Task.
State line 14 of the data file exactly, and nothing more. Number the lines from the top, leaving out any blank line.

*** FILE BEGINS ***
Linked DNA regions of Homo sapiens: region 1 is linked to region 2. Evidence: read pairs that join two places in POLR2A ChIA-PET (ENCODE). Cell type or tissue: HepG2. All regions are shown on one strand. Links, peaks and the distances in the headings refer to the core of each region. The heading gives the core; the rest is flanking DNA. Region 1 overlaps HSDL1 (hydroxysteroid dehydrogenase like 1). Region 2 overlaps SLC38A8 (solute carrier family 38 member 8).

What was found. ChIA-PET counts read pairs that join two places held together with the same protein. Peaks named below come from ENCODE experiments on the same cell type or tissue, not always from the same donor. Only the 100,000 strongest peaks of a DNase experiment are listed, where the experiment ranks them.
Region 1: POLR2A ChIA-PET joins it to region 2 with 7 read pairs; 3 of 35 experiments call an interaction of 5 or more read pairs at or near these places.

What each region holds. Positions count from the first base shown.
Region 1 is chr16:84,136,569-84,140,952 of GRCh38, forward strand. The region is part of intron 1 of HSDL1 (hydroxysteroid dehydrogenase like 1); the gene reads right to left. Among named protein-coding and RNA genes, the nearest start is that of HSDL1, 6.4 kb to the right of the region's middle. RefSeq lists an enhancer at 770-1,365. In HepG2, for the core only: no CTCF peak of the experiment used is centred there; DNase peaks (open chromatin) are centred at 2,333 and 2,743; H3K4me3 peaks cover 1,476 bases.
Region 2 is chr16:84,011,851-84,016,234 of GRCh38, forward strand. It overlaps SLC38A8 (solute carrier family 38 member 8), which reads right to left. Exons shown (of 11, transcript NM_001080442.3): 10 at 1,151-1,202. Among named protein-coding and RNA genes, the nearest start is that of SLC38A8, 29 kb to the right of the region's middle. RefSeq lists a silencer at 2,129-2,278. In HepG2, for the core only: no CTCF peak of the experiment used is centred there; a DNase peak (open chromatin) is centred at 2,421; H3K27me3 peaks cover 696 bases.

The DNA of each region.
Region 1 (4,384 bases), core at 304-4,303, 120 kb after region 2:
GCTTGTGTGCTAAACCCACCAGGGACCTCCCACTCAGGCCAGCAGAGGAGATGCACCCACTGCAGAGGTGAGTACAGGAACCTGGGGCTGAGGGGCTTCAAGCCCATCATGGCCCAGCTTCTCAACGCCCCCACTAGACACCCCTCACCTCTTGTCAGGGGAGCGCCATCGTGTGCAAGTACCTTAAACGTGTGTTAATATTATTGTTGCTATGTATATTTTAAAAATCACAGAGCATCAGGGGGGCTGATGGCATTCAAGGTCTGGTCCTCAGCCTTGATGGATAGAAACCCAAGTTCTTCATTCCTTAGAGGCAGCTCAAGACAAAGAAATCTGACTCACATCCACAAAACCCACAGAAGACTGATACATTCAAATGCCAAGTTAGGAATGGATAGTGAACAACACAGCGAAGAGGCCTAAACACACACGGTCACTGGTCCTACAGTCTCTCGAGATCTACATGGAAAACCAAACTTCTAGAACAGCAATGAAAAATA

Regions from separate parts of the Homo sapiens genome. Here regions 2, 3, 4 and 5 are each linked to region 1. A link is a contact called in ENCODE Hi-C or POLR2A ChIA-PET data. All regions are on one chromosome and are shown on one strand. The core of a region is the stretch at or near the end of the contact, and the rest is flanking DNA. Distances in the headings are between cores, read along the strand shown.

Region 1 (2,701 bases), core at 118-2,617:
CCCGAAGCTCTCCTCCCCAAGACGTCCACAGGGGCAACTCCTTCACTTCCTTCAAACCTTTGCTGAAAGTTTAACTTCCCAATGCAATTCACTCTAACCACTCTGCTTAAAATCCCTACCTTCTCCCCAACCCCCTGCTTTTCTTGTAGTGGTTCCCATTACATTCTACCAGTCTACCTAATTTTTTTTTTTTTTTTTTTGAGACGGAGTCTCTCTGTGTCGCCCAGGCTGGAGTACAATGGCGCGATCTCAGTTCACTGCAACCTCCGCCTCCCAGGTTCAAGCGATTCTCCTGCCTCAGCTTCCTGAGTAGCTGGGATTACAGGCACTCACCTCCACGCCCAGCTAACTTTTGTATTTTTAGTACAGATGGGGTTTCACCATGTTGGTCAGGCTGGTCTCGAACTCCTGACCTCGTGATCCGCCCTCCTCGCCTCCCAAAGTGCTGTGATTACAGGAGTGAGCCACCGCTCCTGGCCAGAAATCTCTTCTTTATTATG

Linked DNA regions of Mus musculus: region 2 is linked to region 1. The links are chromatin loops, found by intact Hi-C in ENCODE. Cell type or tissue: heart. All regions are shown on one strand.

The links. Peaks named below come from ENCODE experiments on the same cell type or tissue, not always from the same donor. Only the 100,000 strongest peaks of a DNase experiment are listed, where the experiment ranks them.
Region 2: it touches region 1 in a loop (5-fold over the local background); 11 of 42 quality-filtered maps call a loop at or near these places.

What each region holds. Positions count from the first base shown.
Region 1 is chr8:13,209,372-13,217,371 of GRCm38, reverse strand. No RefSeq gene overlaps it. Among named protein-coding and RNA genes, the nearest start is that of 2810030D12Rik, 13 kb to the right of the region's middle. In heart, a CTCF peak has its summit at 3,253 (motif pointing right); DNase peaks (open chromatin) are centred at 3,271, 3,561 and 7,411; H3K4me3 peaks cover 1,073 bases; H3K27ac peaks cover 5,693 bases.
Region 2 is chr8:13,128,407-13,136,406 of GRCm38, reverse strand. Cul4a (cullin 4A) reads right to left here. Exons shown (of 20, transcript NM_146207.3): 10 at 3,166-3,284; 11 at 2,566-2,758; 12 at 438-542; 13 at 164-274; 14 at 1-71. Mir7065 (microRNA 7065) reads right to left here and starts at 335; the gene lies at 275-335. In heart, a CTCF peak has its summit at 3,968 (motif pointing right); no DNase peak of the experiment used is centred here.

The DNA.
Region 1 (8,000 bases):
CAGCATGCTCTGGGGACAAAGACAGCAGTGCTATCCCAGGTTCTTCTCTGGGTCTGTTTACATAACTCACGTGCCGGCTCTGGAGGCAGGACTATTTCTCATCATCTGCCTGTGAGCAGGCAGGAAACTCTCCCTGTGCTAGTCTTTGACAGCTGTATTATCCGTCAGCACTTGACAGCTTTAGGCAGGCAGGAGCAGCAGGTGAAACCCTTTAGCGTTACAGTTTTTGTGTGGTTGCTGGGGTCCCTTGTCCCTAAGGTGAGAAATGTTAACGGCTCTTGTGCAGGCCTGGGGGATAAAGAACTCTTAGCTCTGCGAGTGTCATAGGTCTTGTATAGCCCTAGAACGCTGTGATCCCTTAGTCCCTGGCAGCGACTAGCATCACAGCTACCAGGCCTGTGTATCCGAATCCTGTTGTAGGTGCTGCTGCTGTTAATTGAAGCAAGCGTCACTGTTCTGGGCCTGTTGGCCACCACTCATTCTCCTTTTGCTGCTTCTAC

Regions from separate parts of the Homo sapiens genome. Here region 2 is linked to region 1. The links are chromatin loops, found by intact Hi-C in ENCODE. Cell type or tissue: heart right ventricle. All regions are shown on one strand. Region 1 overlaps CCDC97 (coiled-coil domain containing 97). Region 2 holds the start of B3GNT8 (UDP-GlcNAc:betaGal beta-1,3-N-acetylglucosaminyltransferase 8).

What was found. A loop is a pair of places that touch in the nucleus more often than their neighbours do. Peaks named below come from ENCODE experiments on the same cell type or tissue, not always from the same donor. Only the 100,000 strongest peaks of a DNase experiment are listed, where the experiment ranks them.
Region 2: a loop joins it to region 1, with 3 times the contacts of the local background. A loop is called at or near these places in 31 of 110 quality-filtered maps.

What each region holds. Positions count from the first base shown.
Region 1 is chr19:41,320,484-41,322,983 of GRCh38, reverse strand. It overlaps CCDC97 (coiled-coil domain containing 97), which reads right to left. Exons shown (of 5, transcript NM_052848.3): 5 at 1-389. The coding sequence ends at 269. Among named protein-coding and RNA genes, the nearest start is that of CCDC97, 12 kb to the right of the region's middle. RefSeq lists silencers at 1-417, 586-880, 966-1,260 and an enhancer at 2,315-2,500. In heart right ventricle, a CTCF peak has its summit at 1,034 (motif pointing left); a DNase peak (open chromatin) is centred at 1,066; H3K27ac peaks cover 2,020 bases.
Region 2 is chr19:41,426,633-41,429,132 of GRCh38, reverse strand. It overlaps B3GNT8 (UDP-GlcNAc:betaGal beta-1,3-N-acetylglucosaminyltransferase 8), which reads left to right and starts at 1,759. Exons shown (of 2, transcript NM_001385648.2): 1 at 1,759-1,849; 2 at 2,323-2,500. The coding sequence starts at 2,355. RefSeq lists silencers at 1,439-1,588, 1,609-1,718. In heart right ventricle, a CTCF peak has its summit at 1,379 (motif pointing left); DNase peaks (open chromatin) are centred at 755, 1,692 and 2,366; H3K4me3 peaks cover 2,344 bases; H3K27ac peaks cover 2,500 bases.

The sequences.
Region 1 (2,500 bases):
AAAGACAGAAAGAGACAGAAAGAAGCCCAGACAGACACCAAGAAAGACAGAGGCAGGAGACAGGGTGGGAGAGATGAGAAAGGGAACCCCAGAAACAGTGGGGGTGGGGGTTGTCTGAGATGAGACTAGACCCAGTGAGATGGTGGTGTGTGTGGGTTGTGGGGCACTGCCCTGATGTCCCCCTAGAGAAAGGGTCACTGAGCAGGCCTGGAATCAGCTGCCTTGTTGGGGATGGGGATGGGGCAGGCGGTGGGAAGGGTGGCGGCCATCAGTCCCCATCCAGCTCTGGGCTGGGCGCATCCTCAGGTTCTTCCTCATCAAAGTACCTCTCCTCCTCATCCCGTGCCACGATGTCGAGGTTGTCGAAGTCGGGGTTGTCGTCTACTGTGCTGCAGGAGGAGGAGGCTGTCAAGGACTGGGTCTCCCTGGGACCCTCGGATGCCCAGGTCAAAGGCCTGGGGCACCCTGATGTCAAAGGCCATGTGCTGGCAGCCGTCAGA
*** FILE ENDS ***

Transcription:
The links. Peaks named below come from ENCODE experiments on the same cell type or tissue, not always from the same donor. Only the 100,000 strongest peaks of a DNase experiment are listed, where the experiment ranks them.